His renown as a talented musician was such that, in the opening scene of the 1940 musical film¬†Strike Up the Band, starring¬†Mickey Rooney¬†and¬†Judy Garland, Rooney’s character is admonished by his music teacher, “You are not Cab Calloway,” after playing an improvised drum riff in the middle of a band lesson.

From 1941 to 1942, Calloway hosted a weekly radio quiz show called The Cab Calloway Quizzicale. During the years of World War II, Calloway entertained troops in United States before they departed overseas.

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In 1943, Calloway appeared in the film¬†Stormy Weather, one of the first mainstream Hollywood films to feature an entire black cast.¬†The film featured other top performers of the time, including¬†Bill “Bojangles” Robinson, Lena Horne,¬†the Nicholas Brothers and Fats Waller. In the late 1940s, however, Calloway’s bad financial decisions and his gambling caused his band to break up.

In December 1945, Calloway and his friend Felix H. Payne Jr. were beaten by a police officer, William E. Todd and arrested in Kansas City, Missouri after attempting to visit bandleader Lionel Hampton at the whites-only Pla-Mor Ballroom. They were taken to the hospital for injuries, then charged with intoxication and resisting arrest. When Hampton learned of the incident he refused to continue the concert.

In 1952, Calloway was arrested in Leesburg, Virginia on his way to the race track in Charles Town, West Virginia. He was charged with speeding and attempted bribery of a policeman.

In 1956, Clarence Robinson, who produced revues at the original Cotton Club and the Apollo Theater and choreographed the movie Stormy Weather, cast Calloway as the main attraction for his project in Miami. The Cotton Club of Miami featured a traveling troupe of 48 performers.

The success of the shows led to the Cotton Club Revue of 1957 which made stops at the Royal Nevada Hotel in Las Vegas, the Theatre Under The Sky in Central Park and the Town Casino in Buffalo.

The Cotton Club Revue of 1959 also traveled to South America for engagements in Rio de Janeiro and São Paulo. They also stopped in Uruguay and Argentina before returning to North America which included a run on Broadway. The revue toured Europe in 1959 and 1960, bringing their act to Madrid, Paris and London.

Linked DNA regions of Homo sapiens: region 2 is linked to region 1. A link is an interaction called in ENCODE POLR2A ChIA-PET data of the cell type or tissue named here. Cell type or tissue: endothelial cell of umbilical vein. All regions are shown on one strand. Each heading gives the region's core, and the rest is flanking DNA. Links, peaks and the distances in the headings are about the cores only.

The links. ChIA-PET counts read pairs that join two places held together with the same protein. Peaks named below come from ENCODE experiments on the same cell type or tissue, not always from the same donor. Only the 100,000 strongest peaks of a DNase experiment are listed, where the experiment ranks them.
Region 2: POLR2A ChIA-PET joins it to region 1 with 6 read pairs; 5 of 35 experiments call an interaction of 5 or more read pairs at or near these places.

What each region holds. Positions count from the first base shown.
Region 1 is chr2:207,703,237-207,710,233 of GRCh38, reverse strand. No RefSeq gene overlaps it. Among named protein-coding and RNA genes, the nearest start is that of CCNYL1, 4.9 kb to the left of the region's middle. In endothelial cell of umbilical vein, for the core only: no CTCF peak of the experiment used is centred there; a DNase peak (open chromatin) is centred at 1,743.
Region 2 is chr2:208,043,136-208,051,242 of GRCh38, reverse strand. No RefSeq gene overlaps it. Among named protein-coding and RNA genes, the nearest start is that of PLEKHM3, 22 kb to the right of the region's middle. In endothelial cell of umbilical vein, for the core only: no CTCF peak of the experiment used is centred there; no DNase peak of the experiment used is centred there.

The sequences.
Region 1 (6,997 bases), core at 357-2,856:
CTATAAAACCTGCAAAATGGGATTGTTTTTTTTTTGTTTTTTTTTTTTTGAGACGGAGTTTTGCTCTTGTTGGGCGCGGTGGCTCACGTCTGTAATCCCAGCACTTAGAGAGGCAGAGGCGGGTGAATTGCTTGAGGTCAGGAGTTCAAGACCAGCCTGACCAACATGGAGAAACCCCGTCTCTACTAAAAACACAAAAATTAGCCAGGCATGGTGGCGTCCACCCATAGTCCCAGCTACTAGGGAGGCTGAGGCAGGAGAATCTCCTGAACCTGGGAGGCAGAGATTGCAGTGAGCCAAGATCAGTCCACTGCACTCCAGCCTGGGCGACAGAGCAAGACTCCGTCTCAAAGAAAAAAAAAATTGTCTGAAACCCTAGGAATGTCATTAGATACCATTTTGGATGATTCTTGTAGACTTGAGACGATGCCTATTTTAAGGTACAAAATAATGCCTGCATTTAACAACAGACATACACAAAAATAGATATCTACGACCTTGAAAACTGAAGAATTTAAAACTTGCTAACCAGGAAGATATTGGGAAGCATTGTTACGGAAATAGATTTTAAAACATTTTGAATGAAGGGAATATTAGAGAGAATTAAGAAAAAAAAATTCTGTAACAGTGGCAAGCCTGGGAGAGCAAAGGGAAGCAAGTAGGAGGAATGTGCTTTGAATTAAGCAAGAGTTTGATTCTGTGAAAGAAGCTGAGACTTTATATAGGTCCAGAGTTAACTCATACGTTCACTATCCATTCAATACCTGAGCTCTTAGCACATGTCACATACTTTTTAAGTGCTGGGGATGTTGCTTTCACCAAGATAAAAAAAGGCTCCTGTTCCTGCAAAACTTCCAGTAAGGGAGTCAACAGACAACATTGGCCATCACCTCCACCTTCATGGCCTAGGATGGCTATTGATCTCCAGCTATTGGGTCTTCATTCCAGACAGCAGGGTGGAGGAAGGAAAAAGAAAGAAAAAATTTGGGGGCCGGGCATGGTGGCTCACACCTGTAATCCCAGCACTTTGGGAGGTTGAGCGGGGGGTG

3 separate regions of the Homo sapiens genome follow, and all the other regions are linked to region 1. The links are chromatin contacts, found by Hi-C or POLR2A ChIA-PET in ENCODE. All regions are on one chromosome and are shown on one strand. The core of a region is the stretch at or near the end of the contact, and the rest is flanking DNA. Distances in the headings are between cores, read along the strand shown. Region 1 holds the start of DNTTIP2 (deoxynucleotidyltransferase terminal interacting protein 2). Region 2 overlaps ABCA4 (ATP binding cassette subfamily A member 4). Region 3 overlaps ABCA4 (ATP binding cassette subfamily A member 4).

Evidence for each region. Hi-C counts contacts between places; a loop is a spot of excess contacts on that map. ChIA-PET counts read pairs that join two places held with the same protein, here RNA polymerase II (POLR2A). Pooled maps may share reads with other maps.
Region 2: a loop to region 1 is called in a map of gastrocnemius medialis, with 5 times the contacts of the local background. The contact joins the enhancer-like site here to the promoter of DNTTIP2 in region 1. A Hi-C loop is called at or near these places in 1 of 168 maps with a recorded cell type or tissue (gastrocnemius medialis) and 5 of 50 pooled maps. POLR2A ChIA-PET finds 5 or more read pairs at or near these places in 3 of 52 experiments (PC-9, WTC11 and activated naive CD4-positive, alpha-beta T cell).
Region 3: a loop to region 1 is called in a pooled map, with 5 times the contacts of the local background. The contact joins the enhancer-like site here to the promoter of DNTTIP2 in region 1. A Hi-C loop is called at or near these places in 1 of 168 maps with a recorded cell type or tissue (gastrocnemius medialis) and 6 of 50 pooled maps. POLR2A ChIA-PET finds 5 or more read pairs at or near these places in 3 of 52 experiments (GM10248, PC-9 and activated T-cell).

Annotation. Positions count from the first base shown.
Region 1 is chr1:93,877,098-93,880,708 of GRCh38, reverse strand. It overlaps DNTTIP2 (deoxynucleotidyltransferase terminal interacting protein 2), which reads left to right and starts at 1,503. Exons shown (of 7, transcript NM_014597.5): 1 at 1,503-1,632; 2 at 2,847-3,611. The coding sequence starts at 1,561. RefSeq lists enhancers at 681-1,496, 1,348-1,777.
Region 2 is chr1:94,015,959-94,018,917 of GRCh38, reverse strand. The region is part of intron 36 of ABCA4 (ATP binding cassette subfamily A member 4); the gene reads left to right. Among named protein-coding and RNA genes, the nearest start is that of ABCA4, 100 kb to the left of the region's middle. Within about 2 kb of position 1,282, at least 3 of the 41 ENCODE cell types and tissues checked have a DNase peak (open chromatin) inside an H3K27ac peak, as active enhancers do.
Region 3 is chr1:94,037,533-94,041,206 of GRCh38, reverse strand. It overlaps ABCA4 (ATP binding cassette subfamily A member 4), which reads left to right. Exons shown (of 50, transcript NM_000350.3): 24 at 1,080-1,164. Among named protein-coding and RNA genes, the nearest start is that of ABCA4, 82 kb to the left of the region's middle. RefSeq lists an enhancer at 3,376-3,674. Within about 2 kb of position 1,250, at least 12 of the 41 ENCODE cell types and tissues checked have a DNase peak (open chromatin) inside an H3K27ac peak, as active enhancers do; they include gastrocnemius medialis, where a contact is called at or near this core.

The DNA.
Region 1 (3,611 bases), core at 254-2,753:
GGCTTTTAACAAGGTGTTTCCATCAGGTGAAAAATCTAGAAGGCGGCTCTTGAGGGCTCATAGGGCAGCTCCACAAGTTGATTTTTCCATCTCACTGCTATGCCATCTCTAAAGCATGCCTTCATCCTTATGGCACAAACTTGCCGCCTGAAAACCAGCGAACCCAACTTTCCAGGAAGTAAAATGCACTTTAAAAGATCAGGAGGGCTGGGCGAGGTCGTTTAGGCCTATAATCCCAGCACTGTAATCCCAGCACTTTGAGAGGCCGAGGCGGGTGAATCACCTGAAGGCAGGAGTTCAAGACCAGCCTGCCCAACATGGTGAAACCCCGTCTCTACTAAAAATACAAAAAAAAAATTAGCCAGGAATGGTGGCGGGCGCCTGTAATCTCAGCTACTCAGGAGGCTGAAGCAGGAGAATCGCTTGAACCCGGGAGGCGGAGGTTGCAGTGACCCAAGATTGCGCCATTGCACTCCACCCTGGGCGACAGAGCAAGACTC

Calloway remained a household name in the United States due to frequent TV appearances and occasional concerts in the US and Europe. In 1961 and 1962, he toured with the Harlem Globetrotters, providing halftime entertainment during their games.

Calloway was cast as “Yeller” in the film¬†The Cincinnati Kid¬†(1965) with¬†Steve McQueen,¬†Ann-Margret and¬†Edward G. Robinson. Calloway appeared on¬†The Ed Sullivan Show¬†on March 19, 1967, with his daughter Chris Calloway.¬†In 1967, he co-starred with¬†Pearl Bailey¬†as Horace Vandergelder in an all-black cast of¬†Hello, Dolly!¬†on¬†Broadway¬†during its original run.

In 1978, Calloway released a¬†disco¬†version of “Minnie the Moocher” on RCA which reached the¬†Billboard¬†R&B chart.¬†Calloway was introduced to a new generation when he appeared in the 1980 film¬†The Blues Brothers¬†performing “Minnie the Moocher.”

In January 1990, Calloway performed at the¬†Meyerhoff Symphony Hall with the¬†Baltimore Symphony.¬†That year he made a cameo appearance in¬†Janet Jackson’s music video “Alright.”¬†He continued to perform at Jazz festivals, including the¬†New Orleans Jazz & Heritage Festival¬†and Greenwood Jazz.¬†In 1992, he embarked on a month-long tour of European jazz festivals.

On June 12, 1994, Calloway suffered a stroke at his home in Westchester County, New York. He died five months later from pneumonia on November 18, 1994 at the age of 86 in a nursing home in Hockessin, Delaware. He was survived by his wife, five daughters and seven grandsons. Calloway is buried at Ferncliff Cemetery in Hartsdale, New York.

Music critics have written of his influence on later generations of entertainers such as James Brown, Michael Jackson, Janet Jackson, as well as modern-day hip-hop & R&B performers.✪